### Contribution

In regards of cotribution to the latter teams, we contribute to iGEM community by adding several basic and composite parts. The submitted parts are listed below.

### Parts Submitted

Basic Parts:

Part Name | Type |
---|---|

BBa_K4081992 | FKP |

BBa_K4081996 | Lac12 |

BBa_K4081998 | FucT2 |

BBa_K4081995 | TEF1 promoter |

BBa_K4081994 | GAP promoter |

BBa_K4081990 | ADH1 promoter |

BBa_K4081888 | CDT2 |

Composite Parts:

Part Name | Type |
---|---|

BBa_K4081085 | pGAP-FKP-tADH1 |

BBa_K4081238 | pTEF1-Lac12-tADH1 |

BBa_K4081333 | pADH1-FucT2-tADH1 |

In addition, we also planned a guide for
modelling. During the competition, we found sufficient resources about constructing a wiki, whether from guides,
online learning websites, or from past teams. However, we noticed the existance of the lack of modelling guide,
while this is an essential part in the competition. It may be due to that wiki is neccessary for the competition,
modelling is a more advance requirement. By our observavtion, many teams we contacted need to start modelling from
the initial: learning the basics. Thus, we build this page as a modelling guide, to help those teams who want to
optimize their solution using modelling, but have no experience. The guide is placed on another website (Link)

The page is also copied here.

### 1. What is mathematical modeling

#### 1.1 What is a mathematical model

Mathematical model is a kind of mathematical structure described generally or approximately in mathematical language with reference to the characteristics or quantitative dependence of a certain thing system. This mathematical structure is a pure relational structure of a certain system described with the help of mathematical symbols. In a broad sense, mathematical models include various concepts, formulas and theories in mathematics.

#### 1.2 Mathematical modeling

Mathematical modeling course is regarded as the process of transforming problem definition into mathematical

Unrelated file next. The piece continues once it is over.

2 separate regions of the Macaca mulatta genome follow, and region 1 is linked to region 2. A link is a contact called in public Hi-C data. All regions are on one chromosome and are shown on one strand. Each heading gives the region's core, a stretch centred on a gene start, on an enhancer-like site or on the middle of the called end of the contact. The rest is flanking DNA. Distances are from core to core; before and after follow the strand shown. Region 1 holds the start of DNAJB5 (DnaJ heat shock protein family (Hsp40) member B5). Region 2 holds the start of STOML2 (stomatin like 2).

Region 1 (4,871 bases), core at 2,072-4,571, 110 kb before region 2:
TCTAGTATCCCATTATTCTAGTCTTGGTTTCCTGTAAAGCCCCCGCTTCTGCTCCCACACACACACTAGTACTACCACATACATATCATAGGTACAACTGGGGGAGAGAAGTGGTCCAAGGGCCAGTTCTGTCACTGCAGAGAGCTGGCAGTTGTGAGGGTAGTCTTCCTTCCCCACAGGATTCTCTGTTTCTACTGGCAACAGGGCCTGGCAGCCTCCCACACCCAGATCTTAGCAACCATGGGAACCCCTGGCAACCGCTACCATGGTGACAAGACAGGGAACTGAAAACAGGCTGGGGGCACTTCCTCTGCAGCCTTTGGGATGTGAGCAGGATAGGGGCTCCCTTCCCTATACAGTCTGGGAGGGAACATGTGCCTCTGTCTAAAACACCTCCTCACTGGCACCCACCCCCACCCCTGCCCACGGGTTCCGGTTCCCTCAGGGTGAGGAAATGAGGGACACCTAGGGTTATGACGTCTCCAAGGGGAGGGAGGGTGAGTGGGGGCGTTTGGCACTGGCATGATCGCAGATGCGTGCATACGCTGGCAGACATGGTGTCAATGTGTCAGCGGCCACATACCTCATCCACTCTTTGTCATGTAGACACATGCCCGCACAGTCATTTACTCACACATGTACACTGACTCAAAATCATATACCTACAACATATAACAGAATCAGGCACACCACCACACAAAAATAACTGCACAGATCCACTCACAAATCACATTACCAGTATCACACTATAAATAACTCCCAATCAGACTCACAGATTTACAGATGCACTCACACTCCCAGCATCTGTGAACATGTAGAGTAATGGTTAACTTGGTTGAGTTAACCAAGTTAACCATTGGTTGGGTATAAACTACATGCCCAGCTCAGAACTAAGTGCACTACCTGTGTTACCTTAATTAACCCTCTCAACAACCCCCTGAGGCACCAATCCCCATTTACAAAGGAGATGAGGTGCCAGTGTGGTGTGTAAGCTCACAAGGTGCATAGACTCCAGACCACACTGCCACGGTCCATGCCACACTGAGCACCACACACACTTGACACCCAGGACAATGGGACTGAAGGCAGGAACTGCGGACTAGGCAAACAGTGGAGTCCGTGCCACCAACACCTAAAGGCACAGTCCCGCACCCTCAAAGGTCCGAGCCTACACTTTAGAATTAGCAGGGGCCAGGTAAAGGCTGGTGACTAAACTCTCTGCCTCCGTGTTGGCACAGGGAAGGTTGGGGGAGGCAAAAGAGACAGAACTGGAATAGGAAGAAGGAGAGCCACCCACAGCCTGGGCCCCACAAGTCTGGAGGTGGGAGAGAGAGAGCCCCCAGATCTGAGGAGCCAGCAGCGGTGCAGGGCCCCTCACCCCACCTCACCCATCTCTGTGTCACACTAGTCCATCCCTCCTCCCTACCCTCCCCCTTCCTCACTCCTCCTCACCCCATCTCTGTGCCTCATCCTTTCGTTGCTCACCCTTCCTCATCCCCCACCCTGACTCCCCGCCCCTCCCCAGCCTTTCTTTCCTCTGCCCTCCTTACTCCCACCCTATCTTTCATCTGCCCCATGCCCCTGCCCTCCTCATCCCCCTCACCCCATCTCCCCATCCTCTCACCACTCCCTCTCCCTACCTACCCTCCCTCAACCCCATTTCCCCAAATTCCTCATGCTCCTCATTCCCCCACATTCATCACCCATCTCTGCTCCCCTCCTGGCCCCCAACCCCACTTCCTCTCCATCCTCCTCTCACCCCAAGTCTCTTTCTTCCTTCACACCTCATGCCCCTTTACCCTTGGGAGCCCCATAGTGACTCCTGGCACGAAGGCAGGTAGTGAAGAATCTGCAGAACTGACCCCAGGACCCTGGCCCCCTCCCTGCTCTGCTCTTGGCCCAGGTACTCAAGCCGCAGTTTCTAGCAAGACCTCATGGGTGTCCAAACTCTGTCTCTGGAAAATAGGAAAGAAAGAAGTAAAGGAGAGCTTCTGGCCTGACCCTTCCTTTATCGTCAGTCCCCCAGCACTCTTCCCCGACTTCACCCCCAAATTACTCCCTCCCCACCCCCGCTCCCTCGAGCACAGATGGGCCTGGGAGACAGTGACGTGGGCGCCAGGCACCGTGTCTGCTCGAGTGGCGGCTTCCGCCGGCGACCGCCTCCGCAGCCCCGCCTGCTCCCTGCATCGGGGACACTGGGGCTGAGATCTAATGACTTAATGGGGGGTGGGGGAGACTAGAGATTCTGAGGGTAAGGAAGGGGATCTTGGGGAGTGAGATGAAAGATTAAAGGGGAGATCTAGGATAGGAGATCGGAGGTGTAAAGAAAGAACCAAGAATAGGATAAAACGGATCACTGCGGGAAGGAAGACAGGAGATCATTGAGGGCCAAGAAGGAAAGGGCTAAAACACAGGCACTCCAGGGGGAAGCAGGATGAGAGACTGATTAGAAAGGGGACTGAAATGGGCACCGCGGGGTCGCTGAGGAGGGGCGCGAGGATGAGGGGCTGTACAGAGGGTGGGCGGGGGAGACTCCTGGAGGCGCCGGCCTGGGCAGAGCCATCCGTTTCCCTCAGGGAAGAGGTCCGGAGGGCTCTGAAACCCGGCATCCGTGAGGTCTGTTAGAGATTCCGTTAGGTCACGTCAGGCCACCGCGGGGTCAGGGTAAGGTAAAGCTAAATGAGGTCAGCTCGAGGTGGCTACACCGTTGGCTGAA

model.

In short, for all the mathematical knowledge we have learned, to solve various problems encountered in
life, we need to establish relevant models and use mathematics as a tool to solve various practical problems,
which is the core of modeling.

#### 1.3 The idea of mathematical modeling

The idea of mathematical modeling can be divided into the following methods:
*Step 1*, ask questions
*(a)* List the variables involved in the question, including the appropriate units.
*(b)* Be careful not to confuse variables with constants.
*(c)* List all the assumptions you make about variables, including equations and inequalities.
*(d)* Check the units to make sure your hypothesis makes sense, and (e) give the goal of the problem an
exact
mathematical expression.

*Step 2* is to choose the modeling method
*(a)* Choose a general solution to your problem.
*(b)* Generally, success in this step requires experience, skill, and some familiarity with the
relevant literature.
*(c)* In this book, we usually specify the modeling method to be used.(Note: in reality, we need to
consult
references or other reference books.)
*Step 3*, derive the formula of the model
*(a)* Reformulate the problem obtained in step 1 into the form required by the modeling method selected
in step 2.
*(b)* You may need to change some of the variable names in step 1 to match the notation used in step 2.
*(c)* Make a note of any additional assumptions made to adapt the problem described in step 1 to the
mathematical
structure chosen in Step 2.

*Step 4*: Solve the model
*(a)* Apply the method selected in step 2 to the expression obtained in Step 3
*(b)* Pay attention to your mathematical derivations and check to see if there are any mistakes and if
your answers
make sense.
*(c)* With appropriate technology, computer algebra systems, graphics, numerical computation software,
etc., can
expand the range of problems you can solve and reduce calculation errors.

*Step 5*: Answer the questions
*(a)* Restate the results of step 4 in non-technical terms.

### 2. Method and code sharing

#### 2.1 Monte Carlo method

##### 2.1.1 Definition

Monte Carlo algorithm is a numerical calculation method based on the theories and methods of probability and statistics. It connects the solved problem with a certain probability model, and uses computer to realize statistical simulation or sampling to obtain the approximate solution of the problem. Therefore, it is also called random sampling method or statistical experiment method.

##### 2.1.2 Scope of application